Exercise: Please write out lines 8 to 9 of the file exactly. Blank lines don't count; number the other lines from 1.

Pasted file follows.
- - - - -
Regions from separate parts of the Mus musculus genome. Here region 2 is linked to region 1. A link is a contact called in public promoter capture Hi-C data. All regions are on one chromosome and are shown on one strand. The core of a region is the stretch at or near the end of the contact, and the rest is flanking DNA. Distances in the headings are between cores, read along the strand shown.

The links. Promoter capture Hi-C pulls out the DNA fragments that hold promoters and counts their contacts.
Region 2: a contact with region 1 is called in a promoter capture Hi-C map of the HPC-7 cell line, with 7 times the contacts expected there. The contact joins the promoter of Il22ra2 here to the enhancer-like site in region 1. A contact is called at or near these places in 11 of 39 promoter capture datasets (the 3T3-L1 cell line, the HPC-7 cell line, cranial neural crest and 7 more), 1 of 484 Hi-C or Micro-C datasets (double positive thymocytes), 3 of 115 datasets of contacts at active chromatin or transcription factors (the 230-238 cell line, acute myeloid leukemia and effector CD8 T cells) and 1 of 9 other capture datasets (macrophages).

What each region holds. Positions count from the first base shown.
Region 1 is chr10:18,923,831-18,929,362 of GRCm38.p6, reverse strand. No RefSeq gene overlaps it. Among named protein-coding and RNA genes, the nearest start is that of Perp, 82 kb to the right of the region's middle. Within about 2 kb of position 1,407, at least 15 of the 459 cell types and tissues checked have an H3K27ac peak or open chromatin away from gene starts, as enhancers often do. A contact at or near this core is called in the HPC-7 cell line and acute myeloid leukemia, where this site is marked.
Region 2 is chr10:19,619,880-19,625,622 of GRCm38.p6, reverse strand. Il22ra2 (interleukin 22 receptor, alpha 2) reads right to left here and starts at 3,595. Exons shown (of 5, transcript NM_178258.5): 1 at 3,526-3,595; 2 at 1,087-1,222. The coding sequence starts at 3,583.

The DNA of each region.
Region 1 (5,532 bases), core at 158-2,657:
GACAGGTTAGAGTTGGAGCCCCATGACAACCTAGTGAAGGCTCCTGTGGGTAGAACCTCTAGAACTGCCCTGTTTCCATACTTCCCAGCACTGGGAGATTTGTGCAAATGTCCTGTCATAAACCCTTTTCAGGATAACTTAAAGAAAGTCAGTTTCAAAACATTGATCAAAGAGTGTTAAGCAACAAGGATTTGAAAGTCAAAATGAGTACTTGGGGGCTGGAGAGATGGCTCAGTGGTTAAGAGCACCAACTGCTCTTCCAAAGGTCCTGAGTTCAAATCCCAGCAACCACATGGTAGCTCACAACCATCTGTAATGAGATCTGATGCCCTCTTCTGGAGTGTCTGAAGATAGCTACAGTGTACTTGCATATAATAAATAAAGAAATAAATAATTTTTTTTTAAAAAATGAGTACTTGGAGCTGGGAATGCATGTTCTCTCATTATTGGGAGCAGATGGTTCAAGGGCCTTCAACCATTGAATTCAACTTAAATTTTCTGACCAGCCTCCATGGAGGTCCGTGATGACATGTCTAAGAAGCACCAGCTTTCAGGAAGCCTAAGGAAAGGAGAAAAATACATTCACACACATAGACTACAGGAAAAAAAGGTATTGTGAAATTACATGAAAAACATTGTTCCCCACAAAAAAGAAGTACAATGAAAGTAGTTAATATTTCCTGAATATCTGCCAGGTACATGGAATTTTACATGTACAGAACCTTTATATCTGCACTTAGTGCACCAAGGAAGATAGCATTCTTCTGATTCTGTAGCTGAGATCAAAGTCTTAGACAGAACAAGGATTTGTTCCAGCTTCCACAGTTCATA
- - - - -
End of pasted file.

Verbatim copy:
Region 1 (5,532 bases), core at 158-2,657:
GACAGGTTAGAGTTGGAGCCCCATGACAACCTAGTGAAGGCTCCTGTGGGTAGAACCTCTAGAACTGCCCTGTTTCCATACTTCCCAGCACTGGGAGATTTGTGCAAATGTCCTGTCATAAACCCTTTTCAGGATAACTTAAAGAAAGTCAGTTTCAAAACATTGATCAAAGAGTGTTAAGCAACAAGGATTTGAAAGTCAAAATGAGTACTTGGGGGCTGGAGAGATGGCTCAGTGGTTAAGAGCACCAACTGCTCTTCCAAAGGTCCTGAGTTCAAATCCCAGCAACCACATGGTAGCTCACAACCATCTGTAATGAGATCTGATGCCCTCTTCTGGAGTGTCTGAAGATAGCTACAGTGTACTTGCATATAATAAATAAAGAAATAAATAATTTTTTTTTAAAAAATGAGTACTTGGAGCTGGGAATGCATGTTCTCTCATTATTGGGAGCAGATGGTTCAAGGGCCTTCAACCATTGAATTCAACTTAAATTTTCTGACCAGCCTCCATGGAGGTCCGTGATGACATGTCTAAGAAGCACCAGCTTTCAGGAAGCCTAAGGAAAGGAGAAAAATACATTCACACACATAGACTACAGGAAAAAAAGGTATTGTGAAATTACATGAAAAACATTGTTCCCCACAAAAAAGAAGTACAATGAAAGTAGTTAATATTTCCTGAATATCTGCCAGGTACATGGAATTTTACATGTACAGAACCTTTATATCTGCACTTAGTGCACCAAGGAAGATAGCATTCTTCTGATTCTGTAGCTGAGATCAAAGTCTTAGACAGAACAAGGATTTGTTCCAGCTTCCACAGTTCATA